315 simplify their arguments:
   316 \begin{ttbox}
   317 val f_congs = mk_typed_congs Nat.thy [("f","nat => nat")];
   318 val f_ss = add_ss addcongs f_congs;
   319 prths f_congs;
   320 {\out ?Xa = ?Ya ==> f(?Xa) = f(?Ya)}
   321 \end{ttbox}
   322 Here is a conjecture to be proved for an arbitrary function~$f$ satisfying
   323 the law $f(Suc(n)) = Suc(f(n))$:
   324 \begin{ttbox}
   325 val [prem] = goal Nat.thy
   326     "(!!n. f(Suc(n)) = Suc(f(n))) ==> f(i+j) = i+f(j)";
   327 {\out Level 0}
   328 {\out f(i + j) = i + f(j)}
   329 {\out  1. f(i + j) = i + f(j)}
   330 \ttbreak
   331 by (res_inst_tac [("n","i")] induct 1);
   332 {\out Level 1}
   333 {\out f(i + j) = i + f(j)}
   334 {\out  1. f(0 + j) = 0 + f(j)}
   335 {\out  2. !!x. f(x + j) = x + f(j) ==> f(Suc(x) + j) = Suc(x) + f(j)}
   336 \end{ttbox}
   337 We simplify each subgoal in turn.  The first one is trivial:
   338 \begin{ttbox}
   339 by (SIMP_TAC f_ss 1);
   340 {\out Level 2}
   341 {\out f(i + j) = i + f(j)}
   342 {\out  1. !!x. f(x + j) = x + f(j) ==> f(Suc(x) + j) = Suc(x) + f(j)}
   343 \end{ttbox}
   344 The remaining subgoal requires rewriting by the premise, shown
   345 below, so we add it to {\tt f_ss}:
   346 \begin{ttbox}
   347 prth prem;
   348 {\out f(Suc(?n)) = Suc(f(?n))  [!!n. f(Suc(n)) = Suc(f(n))]}
   349 by (ASM_SIMP_TAC (f_ss addrews [prem]) 1);
   350 {\out Level 3}
   351 {\out f(i + j) = i + f(j)}
   352 {\out No subgoals!}
   353 \end{ttbox}
   354 
   355 
   356 \section{Setting up the simplifier} \label{SimpFun-input}
   357 \index{simplification!setting up|bold}
   358 To set up a simplifier for a new logic, the \ML\ functor
   359 \ttindex{SimpFun} needs to be supplied with theorems to justify
   360 rewriting.  A rewrite relation must be reflexive and transitive; symmetry
   361 is not necessary.  Hence the package is also applicable to non-symmetric
   362 relations such as occur in operational semantics.  In the sequel, $\gg$
   363 denotes some {\bf reduction relation}: a binary relation to be used for
   364 rewriting.  Several reduction relations can be used at once.  In {\tt FOL},
   365 both $=$ (on terms) and $\bimp$ (on formulae) can be used for rewriting.
   366 
   367 The argument to {\tt SimpFun} is a structure with signature
   368 \ttindexbold{SIMP_DATA}:
   369 \begin{ttbox}
   370 signature SIMP_DATA =
   371 sig
   372   val case_splits  : (thm * string) list
   373   val dest_red     : term -> term * term * term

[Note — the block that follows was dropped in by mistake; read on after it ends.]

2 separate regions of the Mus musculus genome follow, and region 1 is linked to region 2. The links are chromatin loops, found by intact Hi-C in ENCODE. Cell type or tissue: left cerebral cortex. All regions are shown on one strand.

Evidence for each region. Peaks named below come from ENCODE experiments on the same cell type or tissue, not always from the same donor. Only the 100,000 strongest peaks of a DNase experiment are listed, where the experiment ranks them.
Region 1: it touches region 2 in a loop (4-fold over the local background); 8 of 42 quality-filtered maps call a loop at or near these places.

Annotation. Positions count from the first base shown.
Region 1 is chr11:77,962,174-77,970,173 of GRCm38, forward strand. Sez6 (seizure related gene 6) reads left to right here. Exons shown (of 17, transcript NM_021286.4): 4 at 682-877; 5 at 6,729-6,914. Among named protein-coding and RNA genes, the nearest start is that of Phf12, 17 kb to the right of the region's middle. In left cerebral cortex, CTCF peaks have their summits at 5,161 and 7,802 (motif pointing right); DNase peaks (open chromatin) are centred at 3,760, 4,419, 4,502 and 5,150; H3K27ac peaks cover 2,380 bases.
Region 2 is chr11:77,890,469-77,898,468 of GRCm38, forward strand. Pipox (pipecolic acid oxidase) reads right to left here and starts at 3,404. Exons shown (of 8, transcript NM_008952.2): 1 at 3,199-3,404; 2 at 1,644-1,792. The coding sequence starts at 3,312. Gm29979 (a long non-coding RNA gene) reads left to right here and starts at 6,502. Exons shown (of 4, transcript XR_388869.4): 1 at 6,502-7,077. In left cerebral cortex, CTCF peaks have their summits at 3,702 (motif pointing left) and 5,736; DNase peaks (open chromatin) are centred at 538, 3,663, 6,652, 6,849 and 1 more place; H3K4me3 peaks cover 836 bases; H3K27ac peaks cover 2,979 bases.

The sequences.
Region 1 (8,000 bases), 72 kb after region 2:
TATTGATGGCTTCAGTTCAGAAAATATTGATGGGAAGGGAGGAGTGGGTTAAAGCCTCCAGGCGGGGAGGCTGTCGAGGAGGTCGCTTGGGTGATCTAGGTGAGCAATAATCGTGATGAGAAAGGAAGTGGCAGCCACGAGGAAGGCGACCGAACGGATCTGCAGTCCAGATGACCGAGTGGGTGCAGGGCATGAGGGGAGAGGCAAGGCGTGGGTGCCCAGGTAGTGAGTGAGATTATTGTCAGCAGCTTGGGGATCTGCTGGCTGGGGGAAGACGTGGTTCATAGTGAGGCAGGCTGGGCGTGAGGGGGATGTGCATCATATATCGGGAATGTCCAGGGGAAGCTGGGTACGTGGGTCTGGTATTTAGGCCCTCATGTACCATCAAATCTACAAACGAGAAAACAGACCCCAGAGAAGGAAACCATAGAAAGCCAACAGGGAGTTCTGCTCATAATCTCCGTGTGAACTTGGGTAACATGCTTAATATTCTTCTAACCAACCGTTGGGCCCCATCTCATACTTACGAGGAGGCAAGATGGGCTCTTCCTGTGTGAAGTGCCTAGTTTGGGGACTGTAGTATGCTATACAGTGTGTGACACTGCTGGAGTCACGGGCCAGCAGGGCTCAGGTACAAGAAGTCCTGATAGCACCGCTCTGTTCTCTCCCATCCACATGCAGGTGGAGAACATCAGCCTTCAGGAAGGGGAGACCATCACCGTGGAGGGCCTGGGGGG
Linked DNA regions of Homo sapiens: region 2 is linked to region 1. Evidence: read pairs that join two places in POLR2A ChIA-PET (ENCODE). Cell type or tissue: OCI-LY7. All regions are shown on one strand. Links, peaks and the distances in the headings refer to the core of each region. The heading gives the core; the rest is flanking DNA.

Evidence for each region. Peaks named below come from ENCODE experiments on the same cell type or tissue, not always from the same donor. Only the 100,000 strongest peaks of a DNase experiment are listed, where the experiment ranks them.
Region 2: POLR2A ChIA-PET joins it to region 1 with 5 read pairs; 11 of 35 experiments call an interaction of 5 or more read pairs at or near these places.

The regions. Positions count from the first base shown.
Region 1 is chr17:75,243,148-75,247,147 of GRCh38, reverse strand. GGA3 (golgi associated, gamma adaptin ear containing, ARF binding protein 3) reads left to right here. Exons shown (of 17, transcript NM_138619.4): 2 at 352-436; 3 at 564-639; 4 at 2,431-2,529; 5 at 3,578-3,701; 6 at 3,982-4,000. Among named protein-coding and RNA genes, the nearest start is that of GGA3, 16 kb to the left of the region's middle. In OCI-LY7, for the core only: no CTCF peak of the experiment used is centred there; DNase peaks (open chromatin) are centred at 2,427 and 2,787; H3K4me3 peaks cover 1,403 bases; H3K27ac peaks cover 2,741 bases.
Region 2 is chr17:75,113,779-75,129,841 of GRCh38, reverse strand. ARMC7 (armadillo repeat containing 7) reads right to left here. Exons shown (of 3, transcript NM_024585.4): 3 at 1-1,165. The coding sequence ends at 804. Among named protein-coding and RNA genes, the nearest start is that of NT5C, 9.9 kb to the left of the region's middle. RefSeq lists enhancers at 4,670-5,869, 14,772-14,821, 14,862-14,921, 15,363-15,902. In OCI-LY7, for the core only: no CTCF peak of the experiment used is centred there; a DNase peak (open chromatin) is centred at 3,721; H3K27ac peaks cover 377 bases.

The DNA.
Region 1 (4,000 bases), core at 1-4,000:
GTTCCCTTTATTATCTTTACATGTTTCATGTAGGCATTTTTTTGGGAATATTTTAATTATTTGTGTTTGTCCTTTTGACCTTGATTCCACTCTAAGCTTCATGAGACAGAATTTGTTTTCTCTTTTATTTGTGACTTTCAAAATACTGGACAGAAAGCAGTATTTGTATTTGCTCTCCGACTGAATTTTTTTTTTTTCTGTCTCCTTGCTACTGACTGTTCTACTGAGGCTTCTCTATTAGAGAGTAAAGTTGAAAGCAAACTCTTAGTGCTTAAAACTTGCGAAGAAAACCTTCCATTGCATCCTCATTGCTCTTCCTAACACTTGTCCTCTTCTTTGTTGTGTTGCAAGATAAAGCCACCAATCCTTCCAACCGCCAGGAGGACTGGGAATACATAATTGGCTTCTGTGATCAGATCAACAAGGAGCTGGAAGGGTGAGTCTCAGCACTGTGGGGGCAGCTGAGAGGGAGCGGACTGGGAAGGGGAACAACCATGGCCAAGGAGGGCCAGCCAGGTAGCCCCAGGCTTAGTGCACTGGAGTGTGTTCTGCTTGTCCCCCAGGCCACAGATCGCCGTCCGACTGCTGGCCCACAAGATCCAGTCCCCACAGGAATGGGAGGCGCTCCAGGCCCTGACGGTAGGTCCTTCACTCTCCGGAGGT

374   val mk_rew_rules : thm -> thm list
   375   val norm_thms    : (thm*thm) list
   376   val red1         : thm
   377   val red2         : thm 
   378   val refl_thms    : thm list
   379   val subst_thms   : thm list 
   380   val trans_thms   : thm list
   381 end;
   382 \end{ttbox}
   383 The components of {\tt SIMP_DATA} need to be instantiated as follows.  Many
   384 of these components are lists, and can be empty.
   385 \begin{ttdescription}
   386 \item[\ttindexbold{refl_thms}] 
   387 supplies reflexivity theorems of the form $\Var{x} \gg
   388 \Var{x}$.  They must not have additional premises as, for example,
   389 $\Var{x}\in\Var{A} \Imp \Var{x} = \Var{x}\in\Var{A}$ in type theory.
   390 
   391 \item[\ttindexbold{trans_thms}] 
   392 supplies transitivity theorems of the form
   393 $\List{\Var{x}\gg\Var{y}; \Var{y}\gg\Var{z}} \Imp {\Var{x}\gg\Var{z}}$.
   394 
   395 \item[\ttindexbold{red1}] 
   396 is a theorem of the form $\List{\Var{P}\gg\Var{Q};
   397 \Var{P}} \Imp \Var{Q}$, where $\gg$ is a relation between formulae, such as
   398 $\bimp$ in {\tt FOL}.
   399 
   400 \item[\ttindexbold{red2}] 
   401 is a theorem of the form $\List{\Var{P}\gg\Var{Q};
   402 \Var{Q}} \Imp \Var{P}$, where $\gg$ is a relation between formulae, such as
   403 $\bimp$ in {\tt FOL}.
   404 
   405 \item[\ttindexbold{mk_rew_rules}] 
   406 is a function that extracts rewrite rules from theorems.  A rewrite rule is
   407 a theorem of the form $\List{\ldots}\Imp s \gg t$.  In its simplest form,
   408 {\tt mk_rew_rules} maps a theorem $t$ to the singleton list $[t]$.  More
   409 sophisticated versions may do things like
   410 \[
   411 \begin{array}{l@{}r@{\quad\mapsto\quad}l}
   412 \mbox{create formula rewrites:}& P & [P \bimp True] \\[.5ex]
   413 \mbox{remove negations:}& \lnot P & [P \bimp False] \\[.5ex]
   414 \mbox{create conditional rewrites:}& P\imp s\gg t & [P\Imp s\gg t] \\[.5ex]
   415 \mbox{break up conjunctions:}& 
   416         (s@1 \gg@1 t@1) \conj (s@2 \gg@2 t@2) & [s@1 \gg@1 t@1, s@2 \gg@2 t@2]
   417 \end{array}
   418 \]
   419 The more theorems are turned into rewrite rules, the better.  The function
   420 is used in two places:
   421 \begin{itemize}
   422 \item 
   423 $ss$~\ttindex{addrews}~$thms$ applies {\tt mk_rew_rules} to each element of
   424 $thms$ before adding it to $ss$.
   425 \item 
   426 simplification with assumptions (as in \ttindex{ASM_SIMP_TAC}) uses